5. ROGER TAYLOR IS THE ONLY BAND MEMBER WITH HIS OWN DOCUMENTARY.
Duran Duran aficionado Aaron Barnett premiered his documentary, Searching For Roger Taylor, in 2000. The pet project, which does not seem to be available commercially but can be streamed on the director’s website, is both a quest to find the group’s drummer—who quit the band and the music industry in 1985 but returned full-time to Duran Duran in 2001—and a look back at the New Wave movement of the early 1980s.
In related work, an hour-long documentary about Simon Le Bon’s former yacht, Drum—The Journey Of A Lifetime, was narrated by the singer, featured a solo song from him, and is the companion piece to the book he co-authored. It came out in 1988.
6. NICK RHODES HAD TO FILL IN FOR HIS CHEMISTRY TEACHER.
When he was in school, Rhodes’ chemistry teacher used to go put bets on horses for his students, and would leave the classroom to do so. “It was not a good room to be in because people lit up paper darts on Bunsen burners and threw them around the room,” Rhodes told American Way in 2007. “I’m amazed that the school never burned down. And I used to get left in charge.”
7. SIMON LE BON STARTED HIS CAREER IN THEATER AND TV.
Before he made it big with Duran Duran, frontman Simon Le Bon embarked on an acting career when he was young. He appeared in a Persil soap commercial (among others) and made his West End theatrical debut in Tom Brown’s Schooldays. Those acting chops certainly paid off with all of the group’s flashy music videos as well as a “Rio”-inspired Sasson commercial in 1986.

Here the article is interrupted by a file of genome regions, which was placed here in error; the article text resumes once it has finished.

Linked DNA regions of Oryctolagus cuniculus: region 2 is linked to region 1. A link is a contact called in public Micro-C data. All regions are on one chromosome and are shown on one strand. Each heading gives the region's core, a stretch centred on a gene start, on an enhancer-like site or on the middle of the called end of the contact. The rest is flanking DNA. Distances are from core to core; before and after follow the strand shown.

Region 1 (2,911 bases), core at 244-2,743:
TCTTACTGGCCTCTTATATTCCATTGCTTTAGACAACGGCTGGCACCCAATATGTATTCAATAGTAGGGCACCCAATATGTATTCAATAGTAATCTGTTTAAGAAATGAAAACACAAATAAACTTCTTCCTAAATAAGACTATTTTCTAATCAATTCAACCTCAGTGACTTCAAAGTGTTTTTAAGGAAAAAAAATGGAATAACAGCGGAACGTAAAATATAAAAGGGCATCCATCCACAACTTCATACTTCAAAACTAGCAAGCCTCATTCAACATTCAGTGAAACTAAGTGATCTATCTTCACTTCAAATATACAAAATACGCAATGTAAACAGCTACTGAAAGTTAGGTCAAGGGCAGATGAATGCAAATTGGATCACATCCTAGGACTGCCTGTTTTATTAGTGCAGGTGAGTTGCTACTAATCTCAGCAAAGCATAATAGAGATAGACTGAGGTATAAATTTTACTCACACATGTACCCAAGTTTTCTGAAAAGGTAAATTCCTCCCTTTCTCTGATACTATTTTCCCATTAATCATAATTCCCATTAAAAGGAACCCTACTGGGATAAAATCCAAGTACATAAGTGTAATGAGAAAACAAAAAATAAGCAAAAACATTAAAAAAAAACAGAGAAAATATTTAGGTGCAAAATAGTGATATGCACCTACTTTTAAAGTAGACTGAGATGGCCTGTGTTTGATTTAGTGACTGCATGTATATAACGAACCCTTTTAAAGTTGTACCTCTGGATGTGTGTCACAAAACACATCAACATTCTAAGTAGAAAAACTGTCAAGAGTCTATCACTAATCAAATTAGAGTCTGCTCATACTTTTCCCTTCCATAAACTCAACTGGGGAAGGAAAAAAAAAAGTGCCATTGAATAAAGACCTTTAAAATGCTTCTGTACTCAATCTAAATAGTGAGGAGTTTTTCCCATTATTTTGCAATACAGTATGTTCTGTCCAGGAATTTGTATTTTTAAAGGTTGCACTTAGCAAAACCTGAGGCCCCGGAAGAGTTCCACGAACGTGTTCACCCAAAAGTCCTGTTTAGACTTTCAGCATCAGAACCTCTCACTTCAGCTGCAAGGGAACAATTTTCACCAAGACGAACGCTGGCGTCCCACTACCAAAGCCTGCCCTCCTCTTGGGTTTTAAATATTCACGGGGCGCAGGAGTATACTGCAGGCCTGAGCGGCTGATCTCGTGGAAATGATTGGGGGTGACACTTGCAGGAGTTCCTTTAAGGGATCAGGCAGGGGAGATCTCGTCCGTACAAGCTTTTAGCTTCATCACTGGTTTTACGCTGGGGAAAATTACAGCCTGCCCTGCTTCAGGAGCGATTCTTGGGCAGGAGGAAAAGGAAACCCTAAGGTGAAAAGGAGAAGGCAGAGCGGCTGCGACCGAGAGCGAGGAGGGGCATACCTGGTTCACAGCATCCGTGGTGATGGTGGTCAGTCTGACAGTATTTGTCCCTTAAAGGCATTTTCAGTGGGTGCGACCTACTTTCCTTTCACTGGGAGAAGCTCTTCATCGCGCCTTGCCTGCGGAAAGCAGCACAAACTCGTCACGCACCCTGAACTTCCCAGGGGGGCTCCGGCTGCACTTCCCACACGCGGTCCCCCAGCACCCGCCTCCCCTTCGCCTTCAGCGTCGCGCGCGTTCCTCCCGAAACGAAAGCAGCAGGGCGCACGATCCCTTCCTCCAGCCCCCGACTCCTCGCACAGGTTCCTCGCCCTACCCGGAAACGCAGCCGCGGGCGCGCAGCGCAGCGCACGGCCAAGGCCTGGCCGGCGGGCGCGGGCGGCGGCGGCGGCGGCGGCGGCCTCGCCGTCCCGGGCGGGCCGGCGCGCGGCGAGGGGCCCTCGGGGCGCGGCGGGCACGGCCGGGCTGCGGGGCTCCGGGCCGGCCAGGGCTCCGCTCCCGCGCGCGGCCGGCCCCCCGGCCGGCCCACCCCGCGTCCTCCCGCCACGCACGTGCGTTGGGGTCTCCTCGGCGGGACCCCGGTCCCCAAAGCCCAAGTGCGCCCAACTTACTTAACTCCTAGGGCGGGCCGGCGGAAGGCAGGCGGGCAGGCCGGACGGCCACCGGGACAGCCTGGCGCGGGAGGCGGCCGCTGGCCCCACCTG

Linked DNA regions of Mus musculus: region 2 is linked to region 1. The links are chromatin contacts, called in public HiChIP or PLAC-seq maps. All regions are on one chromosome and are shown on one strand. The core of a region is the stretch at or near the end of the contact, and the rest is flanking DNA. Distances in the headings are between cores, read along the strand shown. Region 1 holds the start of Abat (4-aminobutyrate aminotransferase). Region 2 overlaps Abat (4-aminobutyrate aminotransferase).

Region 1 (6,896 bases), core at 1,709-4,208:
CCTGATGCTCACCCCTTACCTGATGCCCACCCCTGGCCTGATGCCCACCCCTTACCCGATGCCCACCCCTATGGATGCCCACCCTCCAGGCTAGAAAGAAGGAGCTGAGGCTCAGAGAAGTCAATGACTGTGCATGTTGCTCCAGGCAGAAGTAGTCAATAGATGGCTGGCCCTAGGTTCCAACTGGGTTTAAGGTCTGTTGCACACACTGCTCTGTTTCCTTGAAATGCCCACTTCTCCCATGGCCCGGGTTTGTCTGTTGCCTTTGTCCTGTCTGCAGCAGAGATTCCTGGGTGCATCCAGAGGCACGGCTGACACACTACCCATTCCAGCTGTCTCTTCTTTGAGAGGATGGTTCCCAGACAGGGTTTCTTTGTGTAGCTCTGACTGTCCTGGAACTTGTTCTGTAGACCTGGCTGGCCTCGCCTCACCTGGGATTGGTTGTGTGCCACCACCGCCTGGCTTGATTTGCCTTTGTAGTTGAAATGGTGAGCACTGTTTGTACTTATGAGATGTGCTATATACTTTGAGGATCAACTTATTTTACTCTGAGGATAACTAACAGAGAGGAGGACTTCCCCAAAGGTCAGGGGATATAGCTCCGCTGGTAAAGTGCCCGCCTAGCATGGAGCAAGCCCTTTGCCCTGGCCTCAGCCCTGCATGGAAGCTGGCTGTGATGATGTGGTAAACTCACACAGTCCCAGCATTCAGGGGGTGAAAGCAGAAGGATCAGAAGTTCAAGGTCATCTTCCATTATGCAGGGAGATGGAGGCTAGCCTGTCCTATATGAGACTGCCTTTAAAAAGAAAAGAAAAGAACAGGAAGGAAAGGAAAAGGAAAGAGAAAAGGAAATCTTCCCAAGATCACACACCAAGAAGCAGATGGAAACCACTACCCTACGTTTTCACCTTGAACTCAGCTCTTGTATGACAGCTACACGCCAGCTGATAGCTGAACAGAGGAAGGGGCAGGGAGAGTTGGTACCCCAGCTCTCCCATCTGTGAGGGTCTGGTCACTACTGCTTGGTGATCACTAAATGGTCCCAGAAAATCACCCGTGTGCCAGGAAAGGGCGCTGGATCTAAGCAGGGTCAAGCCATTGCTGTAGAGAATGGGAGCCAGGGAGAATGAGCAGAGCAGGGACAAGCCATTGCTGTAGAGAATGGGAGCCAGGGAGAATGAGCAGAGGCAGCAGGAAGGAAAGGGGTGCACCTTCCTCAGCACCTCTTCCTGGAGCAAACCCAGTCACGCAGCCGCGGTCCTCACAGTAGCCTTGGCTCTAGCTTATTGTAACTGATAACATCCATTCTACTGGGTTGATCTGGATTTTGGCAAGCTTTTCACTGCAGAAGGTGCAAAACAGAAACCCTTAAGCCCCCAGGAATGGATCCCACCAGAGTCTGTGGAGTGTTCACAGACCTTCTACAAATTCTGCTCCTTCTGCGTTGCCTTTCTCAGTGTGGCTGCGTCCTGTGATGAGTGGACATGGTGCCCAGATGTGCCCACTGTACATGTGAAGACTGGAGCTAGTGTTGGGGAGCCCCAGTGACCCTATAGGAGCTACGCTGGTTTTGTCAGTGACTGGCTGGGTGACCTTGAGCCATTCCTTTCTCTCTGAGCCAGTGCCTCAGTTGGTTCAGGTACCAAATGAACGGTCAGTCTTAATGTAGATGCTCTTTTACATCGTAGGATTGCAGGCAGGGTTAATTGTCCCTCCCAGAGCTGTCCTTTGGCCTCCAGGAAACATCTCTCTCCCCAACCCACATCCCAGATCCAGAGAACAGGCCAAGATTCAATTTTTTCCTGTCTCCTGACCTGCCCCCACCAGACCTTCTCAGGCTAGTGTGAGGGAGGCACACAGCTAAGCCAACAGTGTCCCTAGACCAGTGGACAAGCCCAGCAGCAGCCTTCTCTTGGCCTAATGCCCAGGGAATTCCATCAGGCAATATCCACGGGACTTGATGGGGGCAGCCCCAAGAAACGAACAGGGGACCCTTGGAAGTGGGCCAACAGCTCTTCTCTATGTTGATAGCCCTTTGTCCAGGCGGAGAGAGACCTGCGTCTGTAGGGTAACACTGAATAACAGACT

8. JOHN TAYLOR IS MORE PROLIFIC THAN YOU THINK.
Bassist John Taylor has been involved in nine studio albums outside of Duran Duran. When the Fab Five briefly splintered off into two side projects in the mid-1980s, he joined the popular quartet The Power Station, which included Robert Palmer, Tony Thompson, and Duran Duran bandmate Andy Taylor. They scored a top 10 album and hit (their cover of T. Rex’s “Bang A Gong (Get It On)”). John Taylor did not rejoin the band for their 1996 reunion album, but he has nine co-songwriting credits on it. He recorded one self-titled album with Neurotic Outsiders in 1996; personnel included Taylor, Steve Jones of the Sex Pistols, Duff McKagan of Guns ‘N Roses, and Matt Sorum of Guns ‘N Roses and The Cult.
Between 1996 and 2002, Taylor released six solo albums along with two live releases and numerous EPs and singles. In 2006, he and Rhodes curated a collection of ‘80s New Wave songs called Only After Dark that was meant to recreate the musical vibe of Birmingham, England’s famous Rum Runner club, where the band got their start.
9. NICK RHODES AND WARREN CUCCURULLO’S TV MANIA PROJECT TOOK 16 YEARS TO GET RELEASED.
During the Medazzaland recording sessions, while Rhodes and Cuccurullo were waiting for Le Bon to come up with vocal melodies and lyrics, they embarked on a project called TV Mania that was later called a “triptych opera” that foretold the coming of reality television. The dancey music ranged from atmospheric to almost industrial in nature, with samples of TV shows ranging from a fashion program to The Outer Limits being the only “vocal” approach. Ultimately a single disc set entitled Bored with Prozac and the Internet? was released in 2013 after the project, which had languished due to label non-interest in the late 1990s, was unearthed by Rhodes in an old drawer.